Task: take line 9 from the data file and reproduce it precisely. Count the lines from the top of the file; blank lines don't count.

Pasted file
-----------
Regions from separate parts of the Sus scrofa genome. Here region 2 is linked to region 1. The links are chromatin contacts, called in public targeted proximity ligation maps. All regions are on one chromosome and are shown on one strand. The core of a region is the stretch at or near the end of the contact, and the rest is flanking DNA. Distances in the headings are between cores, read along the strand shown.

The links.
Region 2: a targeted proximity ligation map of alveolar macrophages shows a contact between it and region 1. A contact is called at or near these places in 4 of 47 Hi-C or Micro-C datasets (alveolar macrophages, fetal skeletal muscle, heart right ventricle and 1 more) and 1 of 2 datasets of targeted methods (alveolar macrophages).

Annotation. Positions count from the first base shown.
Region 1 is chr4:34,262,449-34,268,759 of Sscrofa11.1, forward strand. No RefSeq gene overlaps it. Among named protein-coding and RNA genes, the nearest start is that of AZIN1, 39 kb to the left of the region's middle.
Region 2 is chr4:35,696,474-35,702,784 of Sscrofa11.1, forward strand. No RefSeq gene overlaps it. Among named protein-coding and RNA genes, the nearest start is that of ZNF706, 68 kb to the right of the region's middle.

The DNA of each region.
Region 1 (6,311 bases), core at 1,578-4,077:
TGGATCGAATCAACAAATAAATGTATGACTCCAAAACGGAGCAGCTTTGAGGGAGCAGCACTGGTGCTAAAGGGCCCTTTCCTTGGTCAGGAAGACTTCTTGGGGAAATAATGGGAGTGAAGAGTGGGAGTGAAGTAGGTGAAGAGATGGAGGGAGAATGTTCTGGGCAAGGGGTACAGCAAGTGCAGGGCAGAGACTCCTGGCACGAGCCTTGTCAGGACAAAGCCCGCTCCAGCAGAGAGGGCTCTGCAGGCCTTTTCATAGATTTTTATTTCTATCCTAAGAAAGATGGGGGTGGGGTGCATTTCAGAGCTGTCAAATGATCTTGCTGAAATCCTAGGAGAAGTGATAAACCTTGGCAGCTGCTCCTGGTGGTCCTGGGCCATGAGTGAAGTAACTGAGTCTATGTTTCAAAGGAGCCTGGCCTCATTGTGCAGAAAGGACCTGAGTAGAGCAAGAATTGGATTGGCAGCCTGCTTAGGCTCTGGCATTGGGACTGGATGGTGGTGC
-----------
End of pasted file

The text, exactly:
TGGATCGAATCAACAAATAAATGTATGACTCCAAAACGGAGCAGCTTTGAGGGAGCAGCACTGGTGCTAAAGGGCCCTTTCCTTGGTCAGGAAGACTTCTTGGGGAAATAATGGGAGTGAAGAGTGGGAGTGAAGTAGGTGAAGAGATGGAGGGAGAATGTTCTGGGCAAGGGGTACAGCAAGTGCAGGGCAGAGACTCCTGGCACGAGCCTTGTCAGGACAAAGCCCGCTCCAGCAGAGAGGGCTCTGCAGGCCTTTTCATAGATTTTTATTTCTATCCTAAGAAAGATGGGGGTGGGGTGCATTTCAGAGCTGTCAAATGATCTTGCTGAAATCCTAGGAGAAGTGATAAACCTTGGCAGCTGCTCCTGGTGGTCCTGGGCCATGAGTGAAGTAACTGAGTCTATGTTTCAAAGGAGCCTGGCCTCATTGTGCAGAAAGGACCTGAGTAGAGCAAGAATTGGATTGGCAGCCTGCTTAGGCTCTGGCATTGGGACTGGATGGTGGTGC